On October 17, 2017, the nonpartisan, nonprofit Tax Foundation released its “2018 State Business Tax Climate Index,” ranking New York as the state with the second-worst tax climate for businesses in America, ahead of only New Jersey. This marks the fourth consecutive year that New York has received this second-most dubious distinction.
The study factored in five separate taxation areas (Corporate Tax, Personal Income Tax, Sales Tax, Property Tax, and Unemployment Tax) and assigned rankings and weightings based on the variability of the mean. Areas where there are more differences from state-to-state are more heavily weighted. New York State rankings in these categories are as follows:
When considering these rankings, the Tax Foundation took into account such factors as the top tax rate, the tax base, the number and size of brackets (and where the top rate begins), as well as examining the regulatory compliance burden and availability of tax credits and benefits.
New York scores a favorable ranking in the corporate taxation index, driven largely by its fixed rates (7.1%) without any brackets, the availability of tax credits such as those found in StartupNY programs, the throw out allocation rule for state allocations, and its consistency in calculation of taxable income with federal income tax principles. However, most privately and closely-held businesses are flow-through entities (LLC and S corporations) not subject to these more favorable corporate rules, but rather to the individual income taxation rules, for which New York has an unfavorable ranking of 49. Not only does New York have one of the highest rates of income tax, it also subjects all income to the maximum rate once the top bracket is reached, instead of applying an increasing rate to different levels of income. It also imposes some business-level tax on these entities as well. New York continues to rate among the lowest in sales tax, property tax, and unemployment insurance, largely due to its high rates and broad base on these taxation areas. In the sales tax area, New York is one of the states that taxes digital goods, software as a service (Saas), and information services, which are some of the quickest growth business areas. This adds costs to end users in the form of increased prices and compliance costs. New York has a high unemployment insurance rate and is generally seen as employee-friendly, and has begun to enforce payment of unemployment insurance for casual labor.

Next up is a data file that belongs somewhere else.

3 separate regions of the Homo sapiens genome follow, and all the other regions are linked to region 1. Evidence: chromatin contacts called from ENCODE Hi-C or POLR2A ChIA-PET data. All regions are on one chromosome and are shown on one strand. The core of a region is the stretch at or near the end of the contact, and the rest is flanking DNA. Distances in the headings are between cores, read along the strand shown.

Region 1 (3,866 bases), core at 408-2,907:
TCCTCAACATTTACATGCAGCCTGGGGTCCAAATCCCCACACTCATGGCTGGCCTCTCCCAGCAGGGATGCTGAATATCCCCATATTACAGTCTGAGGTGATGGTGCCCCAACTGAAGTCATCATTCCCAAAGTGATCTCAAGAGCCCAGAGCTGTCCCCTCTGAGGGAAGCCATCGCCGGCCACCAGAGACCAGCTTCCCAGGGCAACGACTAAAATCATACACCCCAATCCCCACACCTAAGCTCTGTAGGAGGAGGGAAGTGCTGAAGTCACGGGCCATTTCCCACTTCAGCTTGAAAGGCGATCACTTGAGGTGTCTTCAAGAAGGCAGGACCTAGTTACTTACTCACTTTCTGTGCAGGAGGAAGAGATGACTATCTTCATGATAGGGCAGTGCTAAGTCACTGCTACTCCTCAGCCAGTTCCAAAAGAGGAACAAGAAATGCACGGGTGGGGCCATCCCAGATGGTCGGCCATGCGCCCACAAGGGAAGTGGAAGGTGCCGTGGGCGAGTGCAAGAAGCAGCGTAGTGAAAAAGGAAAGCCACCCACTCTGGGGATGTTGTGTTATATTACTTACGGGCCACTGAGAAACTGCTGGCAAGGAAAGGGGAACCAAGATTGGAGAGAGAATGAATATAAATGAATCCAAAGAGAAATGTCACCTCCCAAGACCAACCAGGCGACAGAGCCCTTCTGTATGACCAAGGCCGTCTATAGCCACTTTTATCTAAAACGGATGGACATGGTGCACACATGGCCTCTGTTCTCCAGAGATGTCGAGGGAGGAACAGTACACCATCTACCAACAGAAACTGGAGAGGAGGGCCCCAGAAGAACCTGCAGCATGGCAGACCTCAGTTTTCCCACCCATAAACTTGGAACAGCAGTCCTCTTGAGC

For a New York business owner, this report all too well reflects the day-to-day reality of doing business in New York. As one of the largest states and home to the largest city in America, New York presents an excellent economic opportunity for businesses to grow and succeed. Its stances on taxation, however, are unfavorable for business owners. Business owners should always be thinking of ways to best navigate this system, finding planning strategies to lower taxes, and to avoid unexpected surprises and overly aggressive taxing authorities looking to assess more than may be rightfully due.
Edward McWilliams, CPA
Ed is a Partner in the firm’s tax and business advisory practice focusing on providing services to middle market private companies across different industries as well as to early stage startups. Ed has over a decade of experience providing tax and business consulting services to these companies of different sizes and across different industries, bringing a broad and diverse knowledge base and strategic solutions to the many complex issues that businesses face.